As the windchills in North America and the geopolitical situations in the Middle East plummeted to kick off 2018, the price of oil decided on the inverse. Rising to over $60 per barrel, it saw the strongest start to a year since 2014.
A continued decline in North American inventories resulting from OPEC's meetings in November, where the energy powers-that-be decided to extend production cuts into 2018, coupled with the lifting of America's export ban are among the largest contributors to the current trends. While the conflicts in Iran and North Korea, among others, haven't resulted in any major effects on output yet, they have added a bullish sentiment to the markets, according to Warren Waldegger of Fire Sky Energy.
"Looking at the current price, it's obviously quite a bit stronger than we've seen throughout most of 2017. We kind of started in the mid fifties, ended up in the low forties and then steadily climbed back to sixty. We've seen, probably since the middle of summer, a twenty to thirty percent increase in the price of oil, so that's very helpful in terms of cash flow in the industry. We're an industry that recycles our cash flow back into the drill pit and other activities, so that's going to have a positive impact for sure in 2018.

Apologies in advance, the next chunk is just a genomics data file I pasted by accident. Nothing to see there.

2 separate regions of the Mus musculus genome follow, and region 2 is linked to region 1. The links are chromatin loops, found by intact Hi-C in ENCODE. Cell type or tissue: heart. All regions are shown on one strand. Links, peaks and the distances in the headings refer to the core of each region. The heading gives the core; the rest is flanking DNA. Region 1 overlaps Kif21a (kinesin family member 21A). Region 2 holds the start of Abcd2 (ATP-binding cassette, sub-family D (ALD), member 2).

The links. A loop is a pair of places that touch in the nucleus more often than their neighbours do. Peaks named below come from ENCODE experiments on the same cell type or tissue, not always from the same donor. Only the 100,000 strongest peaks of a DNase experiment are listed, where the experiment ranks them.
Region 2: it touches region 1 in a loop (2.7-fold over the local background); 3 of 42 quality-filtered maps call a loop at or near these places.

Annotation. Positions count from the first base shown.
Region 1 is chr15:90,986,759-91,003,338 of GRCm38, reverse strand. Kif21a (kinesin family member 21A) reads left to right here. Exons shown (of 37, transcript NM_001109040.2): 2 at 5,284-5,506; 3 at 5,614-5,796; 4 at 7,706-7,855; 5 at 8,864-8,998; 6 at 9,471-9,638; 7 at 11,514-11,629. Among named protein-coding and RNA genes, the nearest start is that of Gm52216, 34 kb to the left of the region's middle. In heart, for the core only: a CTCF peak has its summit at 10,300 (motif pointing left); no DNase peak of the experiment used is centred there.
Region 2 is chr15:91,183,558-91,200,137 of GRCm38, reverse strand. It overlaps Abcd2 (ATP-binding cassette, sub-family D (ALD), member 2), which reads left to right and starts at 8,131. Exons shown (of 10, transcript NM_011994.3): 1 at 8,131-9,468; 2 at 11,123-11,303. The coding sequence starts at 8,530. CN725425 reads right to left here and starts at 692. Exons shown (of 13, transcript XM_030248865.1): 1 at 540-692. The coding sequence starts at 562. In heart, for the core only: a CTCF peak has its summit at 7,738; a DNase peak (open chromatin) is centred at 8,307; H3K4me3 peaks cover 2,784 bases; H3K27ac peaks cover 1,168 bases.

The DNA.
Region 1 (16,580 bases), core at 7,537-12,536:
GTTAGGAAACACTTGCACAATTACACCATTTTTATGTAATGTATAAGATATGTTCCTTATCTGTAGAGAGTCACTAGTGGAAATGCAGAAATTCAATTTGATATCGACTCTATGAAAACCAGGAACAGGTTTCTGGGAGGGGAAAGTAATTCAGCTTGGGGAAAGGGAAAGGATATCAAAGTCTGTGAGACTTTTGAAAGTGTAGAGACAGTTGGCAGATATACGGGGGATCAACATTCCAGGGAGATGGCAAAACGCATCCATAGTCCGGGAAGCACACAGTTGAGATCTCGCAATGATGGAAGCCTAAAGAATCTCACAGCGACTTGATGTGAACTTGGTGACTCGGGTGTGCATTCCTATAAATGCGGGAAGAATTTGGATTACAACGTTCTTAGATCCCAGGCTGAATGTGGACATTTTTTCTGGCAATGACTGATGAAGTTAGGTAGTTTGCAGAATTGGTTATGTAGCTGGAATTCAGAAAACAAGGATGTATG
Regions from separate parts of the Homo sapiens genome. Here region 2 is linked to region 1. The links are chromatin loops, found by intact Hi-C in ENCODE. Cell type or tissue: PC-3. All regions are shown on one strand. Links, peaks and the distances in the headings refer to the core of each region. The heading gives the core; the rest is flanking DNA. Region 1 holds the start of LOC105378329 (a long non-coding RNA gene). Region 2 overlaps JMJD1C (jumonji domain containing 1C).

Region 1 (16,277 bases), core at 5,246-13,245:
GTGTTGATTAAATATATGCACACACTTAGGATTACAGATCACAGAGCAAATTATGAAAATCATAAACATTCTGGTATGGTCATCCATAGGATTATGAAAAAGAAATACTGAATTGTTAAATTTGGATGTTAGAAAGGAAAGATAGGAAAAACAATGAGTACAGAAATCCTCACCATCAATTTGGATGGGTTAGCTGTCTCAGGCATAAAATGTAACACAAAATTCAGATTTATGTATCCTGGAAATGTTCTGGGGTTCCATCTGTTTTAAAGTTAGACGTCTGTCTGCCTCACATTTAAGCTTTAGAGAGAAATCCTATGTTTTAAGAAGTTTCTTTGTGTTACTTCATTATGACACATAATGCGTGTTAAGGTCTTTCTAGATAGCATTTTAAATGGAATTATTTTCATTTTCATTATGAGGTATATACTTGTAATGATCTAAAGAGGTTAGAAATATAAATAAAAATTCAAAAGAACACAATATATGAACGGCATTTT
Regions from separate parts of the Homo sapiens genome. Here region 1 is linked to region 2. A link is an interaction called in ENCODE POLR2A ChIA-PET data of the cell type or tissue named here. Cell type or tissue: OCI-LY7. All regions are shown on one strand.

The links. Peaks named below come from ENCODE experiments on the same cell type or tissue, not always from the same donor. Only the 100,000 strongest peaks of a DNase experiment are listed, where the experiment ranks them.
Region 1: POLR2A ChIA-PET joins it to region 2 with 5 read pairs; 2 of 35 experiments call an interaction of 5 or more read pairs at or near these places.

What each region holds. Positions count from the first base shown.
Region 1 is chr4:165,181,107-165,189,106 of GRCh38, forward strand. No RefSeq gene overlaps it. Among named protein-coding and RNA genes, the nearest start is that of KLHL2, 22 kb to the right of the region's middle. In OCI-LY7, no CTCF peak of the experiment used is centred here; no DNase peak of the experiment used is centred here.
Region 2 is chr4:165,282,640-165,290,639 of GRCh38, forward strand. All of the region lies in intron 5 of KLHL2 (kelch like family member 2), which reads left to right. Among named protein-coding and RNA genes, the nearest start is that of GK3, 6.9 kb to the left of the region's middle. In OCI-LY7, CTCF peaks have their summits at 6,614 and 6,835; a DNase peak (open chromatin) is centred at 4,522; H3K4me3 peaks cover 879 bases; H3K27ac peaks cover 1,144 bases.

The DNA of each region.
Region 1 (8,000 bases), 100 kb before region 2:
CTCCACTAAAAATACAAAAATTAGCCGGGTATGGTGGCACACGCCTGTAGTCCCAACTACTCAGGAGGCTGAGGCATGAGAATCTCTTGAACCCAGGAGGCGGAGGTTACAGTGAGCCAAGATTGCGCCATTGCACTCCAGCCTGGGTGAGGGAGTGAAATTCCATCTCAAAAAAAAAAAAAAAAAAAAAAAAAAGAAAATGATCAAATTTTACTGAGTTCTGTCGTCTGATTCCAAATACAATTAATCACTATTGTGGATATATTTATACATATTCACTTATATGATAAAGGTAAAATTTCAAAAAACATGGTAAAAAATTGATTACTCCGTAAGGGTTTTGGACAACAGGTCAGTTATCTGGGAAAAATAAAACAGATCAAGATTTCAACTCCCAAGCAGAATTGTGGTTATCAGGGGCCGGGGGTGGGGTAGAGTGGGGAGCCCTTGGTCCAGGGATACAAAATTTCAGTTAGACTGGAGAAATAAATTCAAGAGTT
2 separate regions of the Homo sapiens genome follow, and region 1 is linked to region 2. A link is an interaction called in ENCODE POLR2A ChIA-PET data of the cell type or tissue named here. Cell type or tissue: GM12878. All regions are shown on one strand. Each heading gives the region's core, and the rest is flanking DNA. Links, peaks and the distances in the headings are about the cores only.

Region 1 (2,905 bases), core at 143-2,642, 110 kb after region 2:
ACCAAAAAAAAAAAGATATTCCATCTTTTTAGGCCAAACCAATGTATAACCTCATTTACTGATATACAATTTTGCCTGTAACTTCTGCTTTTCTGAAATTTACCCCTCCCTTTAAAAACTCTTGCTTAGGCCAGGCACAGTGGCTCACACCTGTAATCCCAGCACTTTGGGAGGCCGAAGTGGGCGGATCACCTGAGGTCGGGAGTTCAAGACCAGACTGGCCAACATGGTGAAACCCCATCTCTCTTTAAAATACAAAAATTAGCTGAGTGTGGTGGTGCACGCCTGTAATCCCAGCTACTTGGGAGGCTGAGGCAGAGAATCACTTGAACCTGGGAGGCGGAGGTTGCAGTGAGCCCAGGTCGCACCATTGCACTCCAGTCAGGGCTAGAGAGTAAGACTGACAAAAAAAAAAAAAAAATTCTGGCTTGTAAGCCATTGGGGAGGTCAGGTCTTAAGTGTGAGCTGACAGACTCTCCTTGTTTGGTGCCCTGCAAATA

He added that this forebodes well in other ways for the southeast. As long as the price is kept in and around $60, he expects as much as a 20-30 percent increase in activity in the field.
"We started 2017 with about 43 rigs. That had dropped down into 20, and that's southeast Saskatchewan and Manitoba, and includes some potash work. However, just going into the Christmas break we were around 36 rigs, and the expectation is that we'll be back into that level as they ramp up after the new year. We're kind of back to, or at least getting closer to that forty rig level that we saw in early 2017. I think if these prices continue, we could probably see 35-40 rigs working here before the road bans."
Following that, producers will be keeping an eye on the next meeting of OPEC, which takes place in June. Decisions made there will have an influence on the summer's activities.
With the pace beginning to pick up in the industry, challenges also arise with the biggest being, in Waldegger's words, "to attract qualified men and women back to the industry. There's been a couple three years of downturn, and people have left. As things improve, we're going to need them back to do the work in the field, administrate and all those other things we do."